Afterward, Councilman Jeff Russell said he agreed that there is an issue with recruitment and the four positions need to be filled. He also addressed a recent incident at UPMC Chautauqua.

“You might not want to hear this either, lieutenant,” Russell said. “You recently had an injury at the hospital, correct? Were you the shift commander when that happened?”

Piazza responded that he was the shift commander during that time. Russell asked why Piazza was called down to the hospital, to which Piazza explained that he was called to assist the hospital due to a disorderly person assaulting individuals.

Russell said he was not “calling out” Piazza, but asked if while he was at the hospital, he was asked to subdue a subject so they could be “chemically medicated.”

“What I am saying is you had an officer who ended up with a serious physical injury who is now on light duty who is possibly a 207c situation. I know when I was working, there were many times we were called down there and we were asked to physically restrain patients so they could be (given) chemical restraint,” Russell said. “In other words, they were going to receive a shot. That went by the wayside for about five years. Chief Snellings said ‘We’re not doing that. That’s a liability to the officers and it’s a liability to the city.’ So my question is: Are we back to doing that again?”

Piazza replied that the department has “been doing that for a while.” He concurred that police officers when called to UPMC Chautauqua are asked to restrain individuals for medications in the presence of the hospital’s security team members.

“My concern is that we now have an officer that’s injured and is on light duty,” Russell said. “This isn’t necessarily calling out the police department and it’s also not calling out the men and women, the nurses and doctors and the (physician assistants) down here doing the work, especially dealing with COVID right now.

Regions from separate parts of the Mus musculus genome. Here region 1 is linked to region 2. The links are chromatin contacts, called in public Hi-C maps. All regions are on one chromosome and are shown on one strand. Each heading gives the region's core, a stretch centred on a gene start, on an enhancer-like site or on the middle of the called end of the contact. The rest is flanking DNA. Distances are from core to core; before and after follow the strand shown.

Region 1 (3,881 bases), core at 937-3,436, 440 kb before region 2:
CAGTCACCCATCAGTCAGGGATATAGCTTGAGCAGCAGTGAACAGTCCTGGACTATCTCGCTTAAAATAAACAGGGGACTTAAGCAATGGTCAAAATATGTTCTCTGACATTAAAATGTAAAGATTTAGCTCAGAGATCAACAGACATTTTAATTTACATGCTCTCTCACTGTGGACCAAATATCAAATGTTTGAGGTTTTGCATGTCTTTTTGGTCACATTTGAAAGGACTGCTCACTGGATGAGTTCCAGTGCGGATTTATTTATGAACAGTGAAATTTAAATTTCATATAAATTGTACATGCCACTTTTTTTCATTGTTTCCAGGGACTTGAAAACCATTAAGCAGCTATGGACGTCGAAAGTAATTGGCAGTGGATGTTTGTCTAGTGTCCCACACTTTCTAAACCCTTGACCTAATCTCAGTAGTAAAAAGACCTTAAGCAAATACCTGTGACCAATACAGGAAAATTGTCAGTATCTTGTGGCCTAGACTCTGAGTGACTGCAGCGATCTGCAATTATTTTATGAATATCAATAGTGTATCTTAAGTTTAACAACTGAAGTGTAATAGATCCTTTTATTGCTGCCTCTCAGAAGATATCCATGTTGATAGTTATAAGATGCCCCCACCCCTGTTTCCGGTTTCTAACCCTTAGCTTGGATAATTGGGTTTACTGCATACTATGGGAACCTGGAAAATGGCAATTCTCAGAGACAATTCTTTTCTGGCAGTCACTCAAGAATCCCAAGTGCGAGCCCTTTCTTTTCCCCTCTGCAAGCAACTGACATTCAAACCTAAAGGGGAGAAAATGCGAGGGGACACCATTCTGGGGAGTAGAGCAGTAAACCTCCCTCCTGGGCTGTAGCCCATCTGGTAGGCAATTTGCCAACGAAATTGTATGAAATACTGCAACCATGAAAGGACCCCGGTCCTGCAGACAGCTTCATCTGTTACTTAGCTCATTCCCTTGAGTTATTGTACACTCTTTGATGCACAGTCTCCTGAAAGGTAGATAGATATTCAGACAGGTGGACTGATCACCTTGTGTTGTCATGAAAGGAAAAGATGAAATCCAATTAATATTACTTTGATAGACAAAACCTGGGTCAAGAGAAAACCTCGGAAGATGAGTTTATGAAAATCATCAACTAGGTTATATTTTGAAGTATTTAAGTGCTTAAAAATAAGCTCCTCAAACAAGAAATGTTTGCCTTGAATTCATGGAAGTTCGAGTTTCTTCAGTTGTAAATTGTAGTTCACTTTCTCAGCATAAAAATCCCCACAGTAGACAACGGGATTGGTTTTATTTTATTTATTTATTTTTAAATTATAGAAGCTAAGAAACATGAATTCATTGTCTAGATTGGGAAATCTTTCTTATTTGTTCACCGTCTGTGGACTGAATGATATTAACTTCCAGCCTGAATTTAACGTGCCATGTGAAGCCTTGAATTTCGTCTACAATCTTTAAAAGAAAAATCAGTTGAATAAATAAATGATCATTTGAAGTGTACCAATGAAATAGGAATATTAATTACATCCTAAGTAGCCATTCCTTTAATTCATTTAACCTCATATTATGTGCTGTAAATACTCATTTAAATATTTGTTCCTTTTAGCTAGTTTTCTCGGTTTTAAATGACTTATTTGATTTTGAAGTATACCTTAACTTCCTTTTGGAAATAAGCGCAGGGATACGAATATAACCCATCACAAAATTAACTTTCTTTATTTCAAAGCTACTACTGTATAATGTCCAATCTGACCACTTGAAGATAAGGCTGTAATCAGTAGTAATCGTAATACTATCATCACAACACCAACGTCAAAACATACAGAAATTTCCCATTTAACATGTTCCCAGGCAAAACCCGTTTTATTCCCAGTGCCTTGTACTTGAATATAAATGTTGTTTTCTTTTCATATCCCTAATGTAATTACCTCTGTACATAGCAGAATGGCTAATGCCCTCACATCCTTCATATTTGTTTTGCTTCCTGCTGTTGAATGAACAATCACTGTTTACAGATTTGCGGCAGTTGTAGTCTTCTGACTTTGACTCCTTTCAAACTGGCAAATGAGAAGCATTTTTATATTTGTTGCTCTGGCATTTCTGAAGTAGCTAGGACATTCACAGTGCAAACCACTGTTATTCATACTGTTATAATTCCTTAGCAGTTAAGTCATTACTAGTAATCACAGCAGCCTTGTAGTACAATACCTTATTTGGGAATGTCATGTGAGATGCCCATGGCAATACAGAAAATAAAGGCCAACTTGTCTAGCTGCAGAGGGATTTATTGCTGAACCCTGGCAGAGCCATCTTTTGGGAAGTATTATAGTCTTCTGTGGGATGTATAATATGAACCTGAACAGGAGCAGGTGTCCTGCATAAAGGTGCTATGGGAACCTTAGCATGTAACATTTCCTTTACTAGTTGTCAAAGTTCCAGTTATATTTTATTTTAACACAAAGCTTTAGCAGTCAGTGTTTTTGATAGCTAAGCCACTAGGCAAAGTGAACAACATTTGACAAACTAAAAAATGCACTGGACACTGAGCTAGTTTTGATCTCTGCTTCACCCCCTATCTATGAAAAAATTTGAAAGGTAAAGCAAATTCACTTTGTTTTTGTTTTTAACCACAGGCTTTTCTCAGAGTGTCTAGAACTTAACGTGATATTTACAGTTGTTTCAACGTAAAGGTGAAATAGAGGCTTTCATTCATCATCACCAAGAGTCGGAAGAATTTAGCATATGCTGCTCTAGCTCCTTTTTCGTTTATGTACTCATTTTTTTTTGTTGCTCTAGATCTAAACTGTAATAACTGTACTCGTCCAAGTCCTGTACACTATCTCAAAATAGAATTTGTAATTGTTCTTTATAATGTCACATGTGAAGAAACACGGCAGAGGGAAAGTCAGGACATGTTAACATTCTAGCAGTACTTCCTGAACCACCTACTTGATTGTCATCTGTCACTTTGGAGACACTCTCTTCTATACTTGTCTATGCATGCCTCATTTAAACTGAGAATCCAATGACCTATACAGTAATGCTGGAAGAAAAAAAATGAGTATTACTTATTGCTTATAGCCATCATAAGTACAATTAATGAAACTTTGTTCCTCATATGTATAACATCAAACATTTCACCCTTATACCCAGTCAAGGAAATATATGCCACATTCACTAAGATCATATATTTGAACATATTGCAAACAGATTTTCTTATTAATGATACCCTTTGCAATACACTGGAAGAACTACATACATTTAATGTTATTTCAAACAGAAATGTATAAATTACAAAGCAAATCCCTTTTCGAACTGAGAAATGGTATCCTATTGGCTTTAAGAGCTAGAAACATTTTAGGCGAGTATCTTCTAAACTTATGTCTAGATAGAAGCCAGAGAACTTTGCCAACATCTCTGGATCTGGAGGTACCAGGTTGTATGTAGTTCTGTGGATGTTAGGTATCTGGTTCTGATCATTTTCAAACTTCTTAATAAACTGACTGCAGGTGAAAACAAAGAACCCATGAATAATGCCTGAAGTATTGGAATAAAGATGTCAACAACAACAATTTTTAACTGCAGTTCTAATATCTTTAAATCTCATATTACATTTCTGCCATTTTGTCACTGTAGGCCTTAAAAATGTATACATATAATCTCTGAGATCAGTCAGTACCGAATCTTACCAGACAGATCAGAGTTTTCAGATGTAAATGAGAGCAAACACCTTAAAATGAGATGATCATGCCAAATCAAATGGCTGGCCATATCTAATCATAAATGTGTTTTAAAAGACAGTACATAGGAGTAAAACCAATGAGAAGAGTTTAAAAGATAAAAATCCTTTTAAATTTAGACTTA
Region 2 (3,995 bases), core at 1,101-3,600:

“But it’s more of an administrative thing from UPMC. I don’t agree with the practice of the police department being called down to the ER and asked to physically restrain a patient so a chemical restraint can take place. If that is taking place now, or it’s happening again, I encourage the chief and I encourage the command staff to meet with the hospital and refuse to do that.”

Piazza later explained that the police officers were not specifically called to the hospital to restrain patients. Russell said despite that, the situation needs to stop occurring.

“You have a whole mental health team down there,” he said. “Everyone is pushing for mobile crisis team and getting more mental health professionals involved in some of the police calls — and you’re actually at a facility?”

Council President Tony Dolce said the discussion should be continued on an administrative level.

“It sounds like an administrative policy that needs to be addressed,” Dolce said. “It’s kind of a slippery slope of confidentiality and contractual situations. The mayor and chief and Councilman Russell and any representatives from the department to try to go over that policy and make sure they understand what is expected and what is not expected.”